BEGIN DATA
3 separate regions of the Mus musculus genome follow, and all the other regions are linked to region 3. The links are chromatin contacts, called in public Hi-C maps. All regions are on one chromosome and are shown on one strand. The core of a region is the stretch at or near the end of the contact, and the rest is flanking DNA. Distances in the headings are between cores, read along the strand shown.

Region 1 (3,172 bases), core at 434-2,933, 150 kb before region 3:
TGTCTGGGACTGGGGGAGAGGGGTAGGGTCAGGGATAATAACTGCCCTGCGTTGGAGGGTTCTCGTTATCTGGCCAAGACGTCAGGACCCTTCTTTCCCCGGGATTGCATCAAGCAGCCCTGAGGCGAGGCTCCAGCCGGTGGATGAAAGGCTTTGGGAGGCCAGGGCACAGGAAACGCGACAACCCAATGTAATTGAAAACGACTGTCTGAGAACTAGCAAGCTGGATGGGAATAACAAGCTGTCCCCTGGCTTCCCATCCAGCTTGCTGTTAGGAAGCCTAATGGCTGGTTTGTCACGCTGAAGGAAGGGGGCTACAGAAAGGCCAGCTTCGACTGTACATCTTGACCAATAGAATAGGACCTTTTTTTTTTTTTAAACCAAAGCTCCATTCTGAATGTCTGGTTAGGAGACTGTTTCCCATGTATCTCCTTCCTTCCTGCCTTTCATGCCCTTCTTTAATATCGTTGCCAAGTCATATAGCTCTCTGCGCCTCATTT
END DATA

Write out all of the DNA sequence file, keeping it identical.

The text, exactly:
3 separate regions of the Mus musculus genome follow, and all the other regions are linked to region 3. The links are chromatin contacts, called in public Hi-C maps. All regions are on one chromosome and are shown on one strand. The core of a region is the stretch at or near the end of the contact, and the rest is flanking DNA. Distances in the headings are between cores, read along the strand shown.

Region 1 (3,172 bases), core at 434-2,933, 150 kb before region 3:
TGTCTGGGACTGGGGGAGAGGGGTAGGGTCAGGGATAATAACTGCCCTGCGTTGGAGGGTTCTCGTTATCTGGCCAAGACGTCAGGACCCTTCTTTCCCCGGGATTGCATCAAGCAGCCCTGAGGCGAGGCTCCAGCCGGTGGATGAAAGGCTTTGGGAGGCCAGGGCACAGGAAACGCGACAACCCAATGTAATTGAAAACGACTGTCTGAGAACTAGCAAGCTGGATGGGAATAACAAGCTGTCCCCTGGCTTCCCATCCAGCTTGCTGTTAGGAAGCCTAATGGCTGGTTTGTCACGCTGAAGGAAGGGGGCTACAGAAAGGCCAGCTTCGACTGTACATCTTGACCAATAGAATAGGACCTTTTTTTTTTTTTAAACCAAAGCTCCATTCTGAATGTCTGGTTAGGAGACTGTTTCCCATGTATCTCCTTCCTTCCTGCCTTTCATGCCCTTCTTTAATATCGTTGCCAAGTCATATAGCTCTCTGCGCCTCATTT